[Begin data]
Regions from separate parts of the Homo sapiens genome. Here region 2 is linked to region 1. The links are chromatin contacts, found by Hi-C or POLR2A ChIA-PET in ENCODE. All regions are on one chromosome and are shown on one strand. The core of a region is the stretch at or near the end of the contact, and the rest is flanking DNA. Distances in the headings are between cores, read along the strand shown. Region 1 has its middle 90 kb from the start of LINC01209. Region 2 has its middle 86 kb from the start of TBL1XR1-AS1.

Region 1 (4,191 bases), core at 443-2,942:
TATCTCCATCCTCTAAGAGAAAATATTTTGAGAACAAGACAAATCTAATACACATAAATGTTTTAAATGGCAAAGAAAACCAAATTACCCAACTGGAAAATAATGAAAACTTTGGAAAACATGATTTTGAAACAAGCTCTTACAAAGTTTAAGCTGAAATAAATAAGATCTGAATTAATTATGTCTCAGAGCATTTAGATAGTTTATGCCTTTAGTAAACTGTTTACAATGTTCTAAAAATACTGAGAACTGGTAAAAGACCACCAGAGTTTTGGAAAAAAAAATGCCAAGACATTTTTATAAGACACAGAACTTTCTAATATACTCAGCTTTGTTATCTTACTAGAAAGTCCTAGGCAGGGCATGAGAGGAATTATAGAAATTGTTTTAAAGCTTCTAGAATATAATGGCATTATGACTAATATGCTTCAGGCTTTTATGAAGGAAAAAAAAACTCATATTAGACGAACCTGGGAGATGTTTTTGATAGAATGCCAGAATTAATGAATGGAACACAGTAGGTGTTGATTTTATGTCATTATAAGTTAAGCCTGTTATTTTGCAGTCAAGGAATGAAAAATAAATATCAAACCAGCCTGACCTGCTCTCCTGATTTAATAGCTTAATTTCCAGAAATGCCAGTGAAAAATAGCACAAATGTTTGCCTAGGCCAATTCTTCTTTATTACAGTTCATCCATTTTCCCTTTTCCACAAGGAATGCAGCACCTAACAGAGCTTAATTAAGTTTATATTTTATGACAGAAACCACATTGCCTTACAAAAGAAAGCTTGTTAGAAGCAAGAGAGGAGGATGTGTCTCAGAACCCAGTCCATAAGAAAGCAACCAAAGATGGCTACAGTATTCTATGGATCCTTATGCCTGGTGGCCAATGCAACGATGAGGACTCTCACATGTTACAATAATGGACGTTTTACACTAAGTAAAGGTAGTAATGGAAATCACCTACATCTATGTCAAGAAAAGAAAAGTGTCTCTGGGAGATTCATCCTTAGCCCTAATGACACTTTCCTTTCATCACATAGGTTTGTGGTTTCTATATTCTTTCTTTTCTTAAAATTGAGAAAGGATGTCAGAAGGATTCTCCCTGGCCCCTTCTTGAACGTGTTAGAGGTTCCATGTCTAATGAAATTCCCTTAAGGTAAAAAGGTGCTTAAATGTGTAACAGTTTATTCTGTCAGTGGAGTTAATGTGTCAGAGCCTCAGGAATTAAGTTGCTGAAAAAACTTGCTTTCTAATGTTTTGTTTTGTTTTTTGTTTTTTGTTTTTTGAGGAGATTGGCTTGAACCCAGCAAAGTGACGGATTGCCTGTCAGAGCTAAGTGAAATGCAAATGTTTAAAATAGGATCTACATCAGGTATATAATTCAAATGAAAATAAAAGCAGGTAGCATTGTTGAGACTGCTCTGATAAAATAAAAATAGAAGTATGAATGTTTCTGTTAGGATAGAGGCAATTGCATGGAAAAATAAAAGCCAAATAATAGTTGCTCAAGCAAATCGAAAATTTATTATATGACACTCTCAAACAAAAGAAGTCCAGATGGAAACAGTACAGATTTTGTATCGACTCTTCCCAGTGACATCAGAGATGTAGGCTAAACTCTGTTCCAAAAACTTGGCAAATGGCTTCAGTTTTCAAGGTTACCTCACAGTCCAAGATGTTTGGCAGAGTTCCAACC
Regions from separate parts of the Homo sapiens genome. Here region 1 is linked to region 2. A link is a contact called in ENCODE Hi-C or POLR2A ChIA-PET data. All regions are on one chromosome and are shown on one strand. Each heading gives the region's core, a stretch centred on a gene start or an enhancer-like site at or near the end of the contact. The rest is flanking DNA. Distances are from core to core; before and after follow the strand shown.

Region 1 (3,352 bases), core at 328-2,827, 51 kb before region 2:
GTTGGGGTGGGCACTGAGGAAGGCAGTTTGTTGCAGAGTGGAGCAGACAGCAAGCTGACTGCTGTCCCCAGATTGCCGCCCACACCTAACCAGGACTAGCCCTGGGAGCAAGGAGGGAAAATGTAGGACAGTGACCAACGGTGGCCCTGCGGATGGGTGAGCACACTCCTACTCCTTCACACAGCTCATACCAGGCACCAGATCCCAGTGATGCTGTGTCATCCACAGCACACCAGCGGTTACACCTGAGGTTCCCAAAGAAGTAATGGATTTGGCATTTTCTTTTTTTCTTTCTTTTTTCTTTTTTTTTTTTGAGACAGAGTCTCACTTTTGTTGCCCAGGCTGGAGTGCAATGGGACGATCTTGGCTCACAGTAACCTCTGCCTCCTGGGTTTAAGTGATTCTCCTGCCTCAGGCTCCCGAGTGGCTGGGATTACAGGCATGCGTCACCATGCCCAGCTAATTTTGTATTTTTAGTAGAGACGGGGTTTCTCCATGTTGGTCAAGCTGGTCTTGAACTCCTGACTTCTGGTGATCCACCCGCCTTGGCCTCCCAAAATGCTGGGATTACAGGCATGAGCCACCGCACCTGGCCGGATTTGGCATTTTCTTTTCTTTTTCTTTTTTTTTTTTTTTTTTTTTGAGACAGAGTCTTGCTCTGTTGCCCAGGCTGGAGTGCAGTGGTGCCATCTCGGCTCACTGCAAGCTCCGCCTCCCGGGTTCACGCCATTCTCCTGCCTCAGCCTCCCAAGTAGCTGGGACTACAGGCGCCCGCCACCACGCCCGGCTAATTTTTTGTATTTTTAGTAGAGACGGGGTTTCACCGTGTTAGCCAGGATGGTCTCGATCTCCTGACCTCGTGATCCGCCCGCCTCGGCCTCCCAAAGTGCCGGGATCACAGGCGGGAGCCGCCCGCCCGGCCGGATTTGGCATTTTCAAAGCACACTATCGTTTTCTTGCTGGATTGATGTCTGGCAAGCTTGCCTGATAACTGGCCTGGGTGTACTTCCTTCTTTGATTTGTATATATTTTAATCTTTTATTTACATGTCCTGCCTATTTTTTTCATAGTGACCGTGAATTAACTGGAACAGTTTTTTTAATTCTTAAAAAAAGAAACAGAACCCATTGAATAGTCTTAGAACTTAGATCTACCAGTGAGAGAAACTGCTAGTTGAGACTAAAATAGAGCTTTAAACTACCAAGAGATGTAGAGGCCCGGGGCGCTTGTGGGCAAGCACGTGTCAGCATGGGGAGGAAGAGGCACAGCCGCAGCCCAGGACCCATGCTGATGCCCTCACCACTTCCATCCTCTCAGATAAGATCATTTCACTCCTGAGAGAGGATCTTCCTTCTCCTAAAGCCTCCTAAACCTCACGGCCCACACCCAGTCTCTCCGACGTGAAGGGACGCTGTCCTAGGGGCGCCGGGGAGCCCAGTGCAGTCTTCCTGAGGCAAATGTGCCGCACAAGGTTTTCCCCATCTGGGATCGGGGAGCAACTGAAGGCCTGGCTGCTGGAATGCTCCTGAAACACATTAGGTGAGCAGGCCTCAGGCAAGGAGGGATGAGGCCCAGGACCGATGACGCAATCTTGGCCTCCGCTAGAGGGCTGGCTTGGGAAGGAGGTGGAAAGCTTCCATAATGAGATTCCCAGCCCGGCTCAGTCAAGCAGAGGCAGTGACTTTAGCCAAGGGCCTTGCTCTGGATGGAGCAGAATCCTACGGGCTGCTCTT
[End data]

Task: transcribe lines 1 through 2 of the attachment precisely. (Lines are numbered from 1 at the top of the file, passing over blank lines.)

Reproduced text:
Regions from separate parts of the Homo sapiens genome. Here region 2 is linked to region 1. The links are chromatin contacts, found by Hi-C or POLR2A ChIA-PET in ENCODE. All regions are on one chromosome and are shown on one strand. The core of a region is the stretch at or near the end of the contact, and the rest is flanking DNA. Distances in the headings are between cores, read along the strand shown. Region 1 has its middle 90 kb from the start of LINC01209. Region 2 has its middle 86 kb from the start of TBL1XR1-AS1.

Region 1 (4,191 bases), core at 443-2,942: